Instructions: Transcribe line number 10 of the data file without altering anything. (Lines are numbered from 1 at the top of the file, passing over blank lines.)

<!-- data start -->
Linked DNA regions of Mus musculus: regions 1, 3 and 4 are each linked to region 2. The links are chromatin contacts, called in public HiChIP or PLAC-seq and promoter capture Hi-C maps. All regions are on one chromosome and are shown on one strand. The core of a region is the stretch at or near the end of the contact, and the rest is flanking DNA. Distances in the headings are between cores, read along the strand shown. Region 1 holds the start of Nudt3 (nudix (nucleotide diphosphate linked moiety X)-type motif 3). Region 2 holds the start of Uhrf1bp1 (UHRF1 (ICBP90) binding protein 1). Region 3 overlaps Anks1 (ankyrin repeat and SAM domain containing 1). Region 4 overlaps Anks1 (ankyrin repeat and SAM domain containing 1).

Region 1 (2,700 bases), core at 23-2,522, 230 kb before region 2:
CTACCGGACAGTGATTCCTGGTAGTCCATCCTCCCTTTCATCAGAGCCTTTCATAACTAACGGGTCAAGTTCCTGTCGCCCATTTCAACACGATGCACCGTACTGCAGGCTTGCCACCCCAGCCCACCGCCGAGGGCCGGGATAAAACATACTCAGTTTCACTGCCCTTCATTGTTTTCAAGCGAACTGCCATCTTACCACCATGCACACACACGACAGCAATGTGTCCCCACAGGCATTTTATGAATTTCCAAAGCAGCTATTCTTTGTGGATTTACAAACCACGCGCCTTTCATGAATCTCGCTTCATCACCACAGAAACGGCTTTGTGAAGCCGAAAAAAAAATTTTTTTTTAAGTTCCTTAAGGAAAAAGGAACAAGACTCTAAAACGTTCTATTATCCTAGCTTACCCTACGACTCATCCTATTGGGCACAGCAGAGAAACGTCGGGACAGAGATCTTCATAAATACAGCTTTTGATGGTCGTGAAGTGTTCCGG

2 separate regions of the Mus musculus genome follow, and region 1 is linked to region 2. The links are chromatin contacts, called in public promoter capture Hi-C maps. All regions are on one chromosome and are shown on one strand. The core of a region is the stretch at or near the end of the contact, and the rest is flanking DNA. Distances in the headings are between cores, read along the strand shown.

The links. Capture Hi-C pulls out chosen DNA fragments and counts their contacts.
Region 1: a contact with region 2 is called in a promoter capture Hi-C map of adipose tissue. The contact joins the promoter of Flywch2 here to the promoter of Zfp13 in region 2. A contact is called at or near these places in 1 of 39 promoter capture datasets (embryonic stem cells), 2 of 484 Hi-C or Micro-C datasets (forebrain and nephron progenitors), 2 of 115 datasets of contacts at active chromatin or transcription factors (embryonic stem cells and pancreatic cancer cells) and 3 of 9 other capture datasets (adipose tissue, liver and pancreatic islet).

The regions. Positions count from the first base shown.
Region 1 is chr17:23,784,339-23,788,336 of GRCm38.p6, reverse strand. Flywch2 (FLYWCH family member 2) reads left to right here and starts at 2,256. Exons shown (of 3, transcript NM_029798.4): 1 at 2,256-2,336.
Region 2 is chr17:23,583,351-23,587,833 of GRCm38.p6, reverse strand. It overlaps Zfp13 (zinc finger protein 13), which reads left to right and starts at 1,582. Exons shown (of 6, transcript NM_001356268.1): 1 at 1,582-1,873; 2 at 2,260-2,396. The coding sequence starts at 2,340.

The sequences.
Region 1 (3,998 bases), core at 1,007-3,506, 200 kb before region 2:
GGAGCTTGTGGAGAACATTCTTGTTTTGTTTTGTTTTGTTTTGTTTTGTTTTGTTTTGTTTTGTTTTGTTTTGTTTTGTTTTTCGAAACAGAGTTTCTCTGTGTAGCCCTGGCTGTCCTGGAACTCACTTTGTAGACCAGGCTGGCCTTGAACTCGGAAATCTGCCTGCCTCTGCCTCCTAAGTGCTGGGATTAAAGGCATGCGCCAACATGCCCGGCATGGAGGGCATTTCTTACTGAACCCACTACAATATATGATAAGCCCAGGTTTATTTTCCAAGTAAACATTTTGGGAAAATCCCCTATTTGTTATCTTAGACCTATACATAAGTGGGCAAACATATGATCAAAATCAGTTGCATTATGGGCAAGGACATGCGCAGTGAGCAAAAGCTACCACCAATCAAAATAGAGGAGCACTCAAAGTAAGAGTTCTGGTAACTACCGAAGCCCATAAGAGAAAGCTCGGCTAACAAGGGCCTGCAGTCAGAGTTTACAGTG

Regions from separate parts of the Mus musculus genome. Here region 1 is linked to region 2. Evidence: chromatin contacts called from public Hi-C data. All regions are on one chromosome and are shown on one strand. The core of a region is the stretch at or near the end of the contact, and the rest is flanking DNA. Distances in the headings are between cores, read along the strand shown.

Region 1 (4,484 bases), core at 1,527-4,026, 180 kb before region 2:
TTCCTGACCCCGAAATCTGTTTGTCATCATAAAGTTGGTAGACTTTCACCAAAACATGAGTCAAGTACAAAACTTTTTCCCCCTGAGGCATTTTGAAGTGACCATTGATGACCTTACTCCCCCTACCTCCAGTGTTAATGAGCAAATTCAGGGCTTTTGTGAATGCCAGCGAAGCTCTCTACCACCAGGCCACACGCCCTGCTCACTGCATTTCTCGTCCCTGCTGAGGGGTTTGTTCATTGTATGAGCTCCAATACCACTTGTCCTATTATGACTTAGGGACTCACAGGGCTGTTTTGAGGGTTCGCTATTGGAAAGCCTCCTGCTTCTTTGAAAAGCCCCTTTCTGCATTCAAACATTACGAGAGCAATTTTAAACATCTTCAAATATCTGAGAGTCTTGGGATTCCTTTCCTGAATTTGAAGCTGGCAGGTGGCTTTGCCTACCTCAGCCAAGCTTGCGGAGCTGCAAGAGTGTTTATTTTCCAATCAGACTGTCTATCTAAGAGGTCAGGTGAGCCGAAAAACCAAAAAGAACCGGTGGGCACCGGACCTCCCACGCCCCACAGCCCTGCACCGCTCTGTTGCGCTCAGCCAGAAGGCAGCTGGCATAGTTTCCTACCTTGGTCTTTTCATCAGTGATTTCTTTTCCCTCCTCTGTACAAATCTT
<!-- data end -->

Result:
The sequences.